Feeling completely helpless, I left. As I drove away, I saw a single police cruiser approaching the scene. Traffic continued on, squeezing through the bottleneck caused by the dying deer in the road. (I did later follow up with the police, who termed the deer’s injuries “catastrophic” and confirmed that it did not survive.) Angry at what I perceived to be an underwhelming response, I thought to myself, “If a human ran out into the road and got hit like that, an ambulance and fire truck would have been here immediately, not just a lone police cruiser, and other drivers wouldn’t be passing by the body like it was nothing more than a nuisance.” One of my friends who is a veterinarian later explained to me why there was nothing that could have been done to save the animal even if the entire staff of Angell instantaneously arrived on the scene.
When Joanne and I met up at home, she could tell that I had been crying. We love animals. Any of you who have seen our waiting room pictures know how important our pet bunny is to us. Our honeymoon largely revolved around animals: snorkeling with marine life in Fiji, spotting mountain goats, dolphins, seals, and penguins in New Zealand, and getting close up with kangaroos, wallabies, emus, parrots, casuaries, and koalas in Australia. We like deer too. Helplessly watching one die in front of me in obvious pain was very, very difficult.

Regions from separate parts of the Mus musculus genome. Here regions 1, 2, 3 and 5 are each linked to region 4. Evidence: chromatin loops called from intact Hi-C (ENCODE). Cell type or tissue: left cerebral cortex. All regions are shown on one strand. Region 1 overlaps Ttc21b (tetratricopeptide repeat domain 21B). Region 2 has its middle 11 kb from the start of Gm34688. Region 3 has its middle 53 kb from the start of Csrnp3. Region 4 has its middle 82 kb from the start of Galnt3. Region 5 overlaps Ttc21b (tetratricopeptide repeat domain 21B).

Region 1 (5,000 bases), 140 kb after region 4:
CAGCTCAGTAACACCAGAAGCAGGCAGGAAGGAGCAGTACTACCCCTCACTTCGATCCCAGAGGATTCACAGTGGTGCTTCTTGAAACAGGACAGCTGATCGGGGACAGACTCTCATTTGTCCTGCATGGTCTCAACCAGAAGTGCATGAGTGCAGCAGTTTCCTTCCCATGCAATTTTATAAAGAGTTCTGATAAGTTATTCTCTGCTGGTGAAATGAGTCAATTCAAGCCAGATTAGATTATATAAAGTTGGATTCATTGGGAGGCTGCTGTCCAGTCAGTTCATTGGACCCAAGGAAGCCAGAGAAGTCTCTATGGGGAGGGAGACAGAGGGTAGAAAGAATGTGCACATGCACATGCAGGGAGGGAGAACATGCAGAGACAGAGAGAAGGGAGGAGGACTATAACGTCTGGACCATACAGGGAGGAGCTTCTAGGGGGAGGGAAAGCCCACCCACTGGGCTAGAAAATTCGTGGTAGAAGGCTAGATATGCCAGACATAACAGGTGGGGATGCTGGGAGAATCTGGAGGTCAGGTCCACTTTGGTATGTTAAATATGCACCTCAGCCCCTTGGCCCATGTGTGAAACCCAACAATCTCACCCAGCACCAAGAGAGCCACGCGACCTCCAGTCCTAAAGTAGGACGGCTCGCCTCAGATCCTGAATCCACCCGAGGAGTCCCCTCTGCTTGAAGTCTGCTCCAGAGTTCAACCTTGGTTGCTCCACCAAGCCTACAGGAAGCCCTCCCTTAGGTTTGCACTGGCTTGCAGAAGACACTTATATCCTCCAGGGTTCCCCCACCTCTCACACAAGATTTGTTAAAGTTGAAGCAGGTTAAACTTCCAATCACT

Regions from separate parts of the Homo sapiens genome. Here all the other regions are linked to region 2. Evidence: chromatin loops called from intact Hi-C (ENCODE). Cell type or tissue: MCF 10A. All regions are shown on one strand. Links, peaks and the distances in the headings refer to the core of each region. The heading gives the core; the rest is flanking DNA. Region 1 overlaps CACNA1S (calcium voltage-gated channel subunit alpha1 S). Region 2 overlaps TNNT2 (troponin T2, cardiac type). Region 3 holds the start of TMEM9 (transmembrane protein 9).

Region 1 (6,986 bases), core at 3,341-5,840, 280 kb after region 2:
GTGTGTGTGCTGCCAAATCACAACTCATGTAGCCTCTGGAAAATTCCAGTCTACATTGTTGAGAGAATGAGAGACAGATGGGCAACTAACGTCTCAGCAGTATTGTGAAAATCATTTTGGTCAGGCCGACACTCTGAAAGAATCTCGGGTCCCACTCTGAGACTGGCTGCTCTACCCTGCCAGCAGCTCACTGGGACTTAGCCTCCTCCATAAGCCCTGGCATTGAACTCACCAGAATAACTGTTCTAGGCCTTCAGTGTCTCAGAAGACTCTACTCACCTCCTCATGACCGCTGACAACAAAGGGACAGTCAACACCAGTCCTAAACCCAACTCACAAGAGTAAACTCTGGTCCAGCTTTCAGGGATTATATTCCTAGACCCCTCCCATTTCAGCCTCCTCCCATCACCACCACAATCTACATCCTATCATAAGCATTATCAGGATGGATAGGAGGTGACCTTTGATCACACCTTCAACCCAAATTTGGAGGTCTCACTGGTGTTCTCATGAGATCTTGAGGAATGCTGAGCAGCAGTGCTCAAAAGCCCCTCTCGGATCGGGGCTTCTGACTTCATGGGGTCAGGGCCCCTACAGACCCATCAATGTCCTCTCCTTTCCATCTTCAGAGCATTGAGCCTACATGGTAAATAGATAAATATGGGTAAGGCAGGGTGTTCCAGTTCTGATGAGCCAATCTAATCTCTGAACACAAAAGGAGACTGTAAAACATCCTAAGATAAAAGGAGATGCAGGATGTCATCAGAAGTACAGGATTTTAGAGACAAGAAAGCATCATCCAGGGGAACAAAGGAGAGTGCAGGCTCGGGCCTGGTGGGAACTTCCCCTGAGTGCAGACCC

Although I am still am omnivore, my eating pattern has been trending towards vegetarianism in the last few years for reasons that have nothing to do with health benefits or supposed virtue. At first, I started eating less animal products just because they tend to be more expensive and require more care in food preparation than vegetarian alternatives.